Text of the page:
The Co Longford-born career soldier – who rose to the very top of the British Army – committed himself to the unionist cause as Parnell’s campaign for Irish Home Rule became a serious threat in the 1880s, and was a friend of Sir Edward Carson.
Sir Henry had been returned unopposed as MP for North Down earlier the same year.
In a statement earlier this week, ahead of the anniversary, Mr Beattie said: “Sir Henry Wilson’s life was ended by two IRA gunmen on the steps of his London home on June 22, 1922 as he returned from unveiling a war memorial at Liverpool Street station.
“At the time of his murder he was the Unionist MP for North Down, having been elected just four months earlier in February. He was also military advisor to the Stormont government at the time of his death.
“He was born in Co Longford in 1864 and had – to put it mildly – a distinguished military career. In 1895 he became the youngest staff officer in the Army before serving in the Boer War and then as commandant of the Staff College at Camberley and director of military operations at the War Office prior to the outbreak of the First World War.
“Indeed between 1908 and 1911 he embarked on several tours of the border area between France, Belgium and Germany, and as a result was familiar with the territory where much of the Western Front campaign would be fought.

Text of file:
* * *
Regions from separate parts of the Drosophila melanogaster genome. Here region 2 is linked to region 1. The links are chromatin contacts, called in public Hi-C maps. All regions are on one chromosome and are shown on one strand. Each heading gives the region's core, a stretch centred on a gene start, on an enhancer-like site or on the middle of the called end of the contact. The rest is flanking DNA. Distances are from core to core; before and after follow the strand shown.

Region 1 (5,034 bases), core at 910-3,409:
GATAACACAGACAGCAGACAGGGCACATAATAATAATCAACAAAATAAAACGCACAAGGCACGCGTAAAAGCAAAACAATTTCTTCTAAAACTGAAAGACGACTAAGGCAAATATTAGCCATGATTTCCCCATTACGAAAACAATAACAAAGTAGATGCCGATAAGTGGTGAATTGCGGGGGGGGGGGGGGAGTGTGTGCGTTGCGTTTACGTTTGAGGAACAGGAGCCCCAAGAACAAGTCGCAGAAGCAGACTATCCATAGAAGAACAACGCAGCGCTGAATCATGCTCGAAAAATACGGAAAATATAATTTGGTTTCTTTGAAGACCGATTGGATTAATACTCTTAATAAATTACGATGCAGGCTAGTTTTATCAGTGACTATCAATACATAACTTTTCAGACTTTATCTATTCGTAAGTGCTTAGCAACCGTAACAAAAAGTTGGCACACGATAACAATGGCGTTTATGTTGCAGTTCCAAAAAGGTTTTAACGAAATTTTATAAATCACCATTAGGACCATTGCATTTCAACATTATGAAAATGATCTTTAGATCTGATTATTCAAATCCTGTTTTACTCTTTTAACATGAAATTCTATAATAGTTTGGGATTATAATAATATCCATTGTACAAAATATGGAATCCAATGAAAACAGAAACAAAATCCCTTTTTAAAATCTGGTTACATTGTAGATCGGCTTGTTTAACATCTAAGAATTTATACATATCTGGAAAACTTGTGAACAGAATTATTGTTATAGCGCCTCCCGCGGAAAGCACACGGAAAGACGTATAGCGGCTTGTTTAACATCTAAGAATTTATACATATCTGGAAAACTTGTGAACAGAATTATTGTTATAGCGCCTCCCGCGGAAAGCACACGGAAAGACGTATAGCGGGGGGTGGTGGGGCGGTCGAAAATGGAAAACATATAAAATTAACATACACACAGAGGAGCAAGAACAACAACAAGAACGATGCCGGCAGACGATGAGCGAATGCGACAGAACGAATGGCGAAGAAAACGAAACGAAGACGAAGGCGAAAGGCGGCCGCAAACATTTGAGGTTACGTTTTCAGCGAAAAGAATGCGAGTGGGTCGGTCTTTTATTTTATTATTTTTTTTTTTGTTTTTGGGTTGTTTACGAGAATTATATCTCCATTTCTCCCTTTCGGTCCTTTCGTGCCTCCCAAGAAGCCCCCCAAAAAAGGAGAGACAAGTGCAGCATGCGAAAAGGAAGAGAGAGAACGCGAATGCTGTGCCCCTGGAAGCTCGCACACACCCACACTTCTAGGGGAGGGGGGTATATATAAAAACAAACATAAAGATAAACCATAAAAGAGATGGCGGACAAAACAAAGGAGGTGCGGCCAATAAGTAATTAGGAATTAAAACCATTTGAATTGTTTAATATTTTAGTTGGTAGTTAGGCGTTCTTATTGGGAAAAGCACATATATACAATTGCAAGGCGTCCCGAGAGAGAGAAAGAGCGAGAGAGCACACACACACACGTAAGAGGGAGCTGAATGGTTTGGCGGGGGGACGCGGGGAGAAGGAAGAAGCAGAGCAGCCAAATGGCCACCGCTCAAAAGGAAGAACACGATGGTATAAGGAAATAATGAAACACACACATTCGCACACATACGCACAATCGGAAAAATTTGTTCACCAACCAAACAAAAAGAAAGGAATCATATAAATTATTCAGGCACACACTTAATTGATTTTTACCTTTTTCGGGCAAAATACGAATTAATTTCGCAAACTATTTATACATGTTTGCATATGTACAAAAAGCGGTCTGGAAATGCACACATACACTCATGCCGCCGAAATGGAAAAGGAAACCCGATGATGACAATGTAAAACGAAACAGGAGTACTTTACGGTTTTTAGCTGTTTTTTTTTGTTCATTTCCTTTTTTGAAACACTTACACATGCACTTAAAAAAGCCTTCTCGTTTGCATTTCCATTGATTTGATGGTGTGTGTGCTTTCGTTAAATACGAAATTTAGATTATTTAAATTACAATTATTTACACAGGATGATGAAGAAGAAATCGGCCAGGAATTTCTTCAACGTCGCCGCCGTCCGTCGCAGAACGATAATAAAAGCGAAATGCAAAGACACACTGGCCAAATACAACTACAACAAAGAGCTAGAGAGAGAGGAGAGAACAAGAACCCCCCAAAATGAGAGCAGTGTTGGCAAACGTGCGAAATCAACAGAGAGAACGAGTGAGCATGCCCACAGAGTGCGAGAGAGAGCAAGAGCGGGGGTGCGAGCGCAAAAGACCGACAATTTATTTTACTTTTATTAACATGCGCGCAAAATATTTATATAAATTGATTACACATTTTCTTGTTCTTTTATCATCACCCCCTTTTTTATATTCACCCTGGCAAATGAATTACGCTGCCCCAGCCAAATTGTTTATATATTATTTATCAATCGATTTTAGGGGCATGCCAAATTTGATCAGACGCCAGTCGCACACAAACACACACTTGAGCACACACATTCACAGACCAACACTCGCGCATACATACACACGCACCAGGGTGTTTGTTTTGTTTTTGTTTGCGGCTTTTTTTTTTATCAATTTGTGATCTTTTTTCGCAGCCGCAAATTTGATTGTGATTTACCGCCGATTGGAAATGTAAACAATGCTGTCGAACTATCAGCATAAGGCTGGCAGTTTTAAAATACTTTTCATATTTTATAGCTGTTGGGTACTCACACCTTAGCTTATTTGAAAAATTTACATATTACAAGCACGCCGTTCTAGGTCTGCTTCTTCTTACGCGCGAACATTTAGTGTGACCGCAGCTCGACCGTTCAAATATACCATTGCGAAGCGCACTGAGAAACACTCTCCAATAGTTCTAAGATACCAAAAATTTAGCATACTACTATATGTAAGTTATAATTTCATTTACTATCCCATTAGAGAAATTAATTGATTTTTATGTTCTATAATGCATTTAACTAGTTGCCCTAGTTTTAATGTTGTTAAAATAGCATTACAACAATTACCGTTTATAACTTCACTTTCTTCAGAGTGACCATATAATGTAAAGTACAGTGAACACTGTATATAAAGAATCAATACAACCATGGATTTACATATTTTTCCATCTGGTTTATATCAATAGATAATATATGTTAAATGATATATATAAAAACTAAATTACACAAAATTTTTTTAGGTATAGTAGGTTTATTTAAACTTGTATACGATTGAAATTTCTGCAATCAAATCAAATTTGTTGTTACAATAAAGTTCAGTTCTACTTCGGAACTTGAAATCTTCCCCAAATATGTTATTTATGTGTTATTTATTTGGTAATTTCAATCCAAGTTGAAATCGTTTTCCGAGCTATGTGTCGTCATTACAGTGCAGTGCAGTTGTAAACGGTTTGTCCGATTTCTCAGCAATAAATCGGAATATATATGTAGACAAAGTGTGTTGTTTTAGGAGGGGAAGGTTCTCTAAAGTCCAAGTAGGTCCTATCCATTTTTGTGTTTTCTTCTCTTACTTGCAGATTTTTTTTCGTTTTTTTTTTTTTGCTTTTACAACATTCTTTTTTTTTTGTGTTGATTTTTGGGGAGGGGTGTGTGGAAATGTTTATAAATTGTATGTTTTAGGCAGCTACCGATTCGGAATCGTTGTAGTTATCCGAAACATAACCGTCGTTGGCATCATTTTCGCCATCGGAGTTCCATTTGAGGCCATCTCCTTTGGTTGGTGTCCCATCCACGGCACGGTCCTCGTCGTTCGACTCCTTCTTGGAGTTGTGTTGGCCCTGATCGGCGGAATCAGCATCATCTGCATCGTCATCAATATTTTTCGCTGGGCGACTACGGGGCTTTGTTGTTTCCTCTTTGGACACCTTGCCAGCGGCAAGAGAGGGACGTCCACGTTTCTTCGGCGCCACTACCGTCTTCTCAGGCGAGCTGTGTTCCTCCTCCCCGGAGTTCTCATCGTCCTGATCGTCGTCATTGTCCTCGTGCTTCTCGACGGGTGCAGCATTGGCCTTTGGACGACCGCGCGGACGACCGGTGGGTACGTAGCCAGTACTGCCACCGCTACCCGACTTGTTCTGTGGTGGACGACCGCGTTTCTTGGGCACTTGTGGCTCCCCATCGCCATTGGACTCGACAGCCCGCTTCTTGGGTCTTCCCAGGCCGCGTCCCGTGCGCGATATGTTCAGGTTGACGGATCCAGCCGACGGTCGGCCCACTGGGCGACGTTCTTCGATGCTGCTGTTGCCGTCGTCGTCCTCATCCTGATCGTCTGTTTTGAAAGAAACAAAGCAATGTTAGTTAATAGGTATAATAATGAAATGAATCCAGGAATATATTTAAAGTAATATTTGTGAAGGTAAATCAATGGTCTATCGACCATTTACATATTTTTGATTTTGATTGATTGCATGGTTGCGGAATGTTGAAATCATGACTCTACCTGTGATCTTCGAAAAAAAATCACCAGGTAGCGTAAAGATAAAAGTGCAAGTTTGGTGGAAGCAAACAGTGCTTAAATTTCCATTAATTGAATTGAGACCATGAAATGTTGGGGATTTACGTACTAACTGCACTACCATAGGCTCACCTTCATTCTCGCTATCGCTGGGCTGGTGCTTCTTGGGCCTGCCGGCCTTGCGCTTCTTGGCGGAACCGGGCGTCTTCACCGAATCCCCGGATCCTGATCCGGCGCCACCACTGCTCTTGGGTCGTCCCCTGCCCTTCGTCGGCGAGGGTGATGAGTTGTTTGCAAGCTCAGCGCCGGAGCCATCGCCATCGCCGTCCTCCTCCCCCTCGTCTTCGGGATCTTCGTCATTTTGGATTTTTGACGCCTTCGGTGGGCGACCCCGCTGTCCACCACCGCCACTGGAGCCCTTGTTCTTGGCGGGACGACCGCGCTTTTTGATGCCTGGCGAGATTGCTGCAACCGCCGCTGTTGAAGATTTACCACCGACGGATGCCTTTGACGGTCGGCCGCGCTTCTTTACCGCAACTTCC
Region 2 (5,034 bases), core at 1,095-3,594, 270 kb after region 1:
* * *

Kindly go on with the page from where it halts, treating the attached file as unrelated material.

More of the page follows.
“He served in France where he played a key role in British-French military relations rising to the most senior rank possible, being appointed chief of the Imperial General Staff in February 1918.”
Mr Beattie, who also served as an Army officer, added: “He was the principal military advisor to Lloyd George in the crucial final year of the war and was present in Versailles as the British chief military advisor at the Paris Peace Conference. In 1919 at the age of 55, he became the youngest non-Royal Field Marshall since Wellington.
“Sir Henry Wilson was clearly one of a kind, and so great was the impact of his murder ... that Parliament was suspended and the Prince of Wales cancelled his birthday party planned for that evening in Buckingham Palace.
“Sir Henry Wilson received a state funeral and was laid to rest in the crypt of St Paul’s Cathedral.
“He was described by Edward Carson as ‘Ireland’s greatest son ... he died for Ulster’s liberty’. There can surely be no more fitting epitaph than that.”
In the House of Commons on Wednesday, June 22, 2022, a plaque was unveiled to remember Sir Henry.
A numbers of MPs were there including Jacob Rees-Mogg and the DUP’s Ian Paisley, who campaigned for a tribute to Sir Henry at Westminster.
The plaque is positioned to the left of the speaker’s chair.